Rule 1002(b) of Regulation SCI requires that, upon any responsible SCI personnel having a reasonable basis to conclude that an SCI event has occurred, the SCI entity must provide the Commission with notifications pertaining to such event, as well as regular updates until the event is resolved.  Although a single incident may affect multiple SCI entities, it is incumbent upon each SCI entity to fulfill its own obligations under Rule 1002(b).  Thus, each SCI entity that experiences an SCI event is required to submit the required notifications and updates under Rule 1002(b), regardless of whether it believes that other SCI entities are also affected by the same systems issue.  This is required even where an SCI event affects a single system that is used by multiple affiliated entities.[48]

As noted in the SCI Adopting Release, the Commission viewed such individualized SCI event notices to be important and did not believe that allowing certain entities to forego notification where a given event appears to be affecting multiple SCI entities would be appropriate because each SCI entity and its systems may be impacted differently by the systems issue, and each entity may have a unique perspective on the details surrounding the event.[49]  In addition, the initial analysis of an SCI entity that it is affected by the same systems issue affecting other SCI entities may be incorrect and, by receiving notifications from various SCI entities, the Commission will be better positioned to determine whether, in fact, they are concurrently experiencing the same event.[50]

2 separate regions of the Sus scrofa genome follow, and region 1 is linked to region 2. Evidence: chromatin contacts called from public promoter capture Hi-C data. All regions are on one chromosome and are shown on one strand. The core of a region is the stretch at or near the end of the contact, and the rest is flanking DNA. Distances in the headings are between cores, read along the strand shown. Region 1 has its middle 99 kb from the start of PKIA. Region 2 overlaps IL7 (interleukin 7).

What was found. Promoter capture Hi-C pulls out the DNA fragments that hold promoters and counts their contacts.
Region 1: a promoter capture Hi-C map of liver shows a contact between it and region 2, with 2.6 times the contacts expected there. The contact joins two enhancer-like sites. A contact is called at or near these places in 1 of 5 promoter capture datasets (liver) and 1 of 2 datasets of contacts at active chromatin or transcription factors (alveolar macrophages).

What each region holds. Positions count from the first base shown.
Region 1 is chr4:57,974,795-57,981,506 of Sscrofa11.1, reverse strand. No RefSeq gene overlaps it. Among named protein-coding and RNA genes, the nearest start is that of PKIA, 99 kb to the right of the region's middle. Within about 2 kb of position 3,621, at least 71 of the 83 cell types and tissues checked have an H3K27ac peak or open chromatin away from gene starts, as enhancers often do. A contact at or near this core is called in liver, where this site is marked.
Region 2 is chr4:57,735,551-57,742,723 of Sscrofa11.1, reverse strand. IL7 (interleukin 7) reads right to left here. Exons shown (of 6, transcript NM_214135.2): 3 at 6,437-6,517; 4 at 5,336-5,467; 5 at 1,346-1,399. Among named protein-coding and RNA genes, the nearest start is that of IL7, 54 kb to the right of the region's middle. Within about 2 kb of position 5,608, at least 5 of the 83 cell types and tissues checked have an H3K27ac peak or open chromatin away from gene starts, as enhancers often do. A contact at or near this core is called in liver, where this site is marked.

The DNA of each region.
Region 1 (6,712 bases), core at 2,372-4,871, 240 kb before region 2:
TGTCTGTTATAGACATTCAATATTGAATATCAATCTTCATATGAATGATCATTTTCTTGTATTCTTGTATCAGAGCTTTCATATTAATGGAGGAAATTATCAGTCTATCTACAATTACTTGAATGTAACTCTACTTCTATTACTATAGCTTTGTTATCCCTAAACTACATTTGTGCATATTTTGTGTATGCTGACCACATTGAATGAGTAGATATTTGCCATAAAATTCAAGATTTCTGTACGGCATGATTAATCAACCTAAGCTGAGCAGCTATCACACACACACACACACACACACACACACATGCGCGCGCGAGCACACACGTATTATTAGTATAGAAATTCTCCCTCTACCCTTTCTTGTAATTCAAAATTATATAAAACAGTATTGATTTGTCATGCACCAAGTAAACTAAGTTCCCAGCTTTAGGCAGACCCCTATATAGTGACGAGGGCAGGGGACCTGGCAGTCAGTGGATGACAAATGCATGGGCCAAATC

In this regard, Rule 1002(b) and Form SCI require, among other things, information regarding the SCI entity’s assessment of the types and number of market participants potentially affected by the SCI event; the potential impact on the market; and a description of the steps the SCI entity has taken, is taking, or plans to take, with respect to the SCI event.  In many cases, this information will be different for each entity impacted by an SCI event.  For example, the impact of a given SCI event may differ between SCI entities depending upon a wide variety of factors, including the specific policies and procedures in place at an SCI entity relating to the affected system and the types of market participants that comprise an SCI entity’s members or participants, among others.  These individual facts and perspectives are valuable to the Commission and its staff, and may assist the Commission and its staff to gather the relevant facts and develop a more thorough understanding of the event and where the failure or systems issue may have arisen.  The Staff believes that this is the case even in instances where the SCI event affects a single system that is used by multiple affiliated entities.  The Staff believes that in many cases, the information provided pursuant to the requirements of Form SCI would not be identical for each entity, and believes that it is important to have each entity’s individual response to the requirements of Form SCI for the reasons noted above.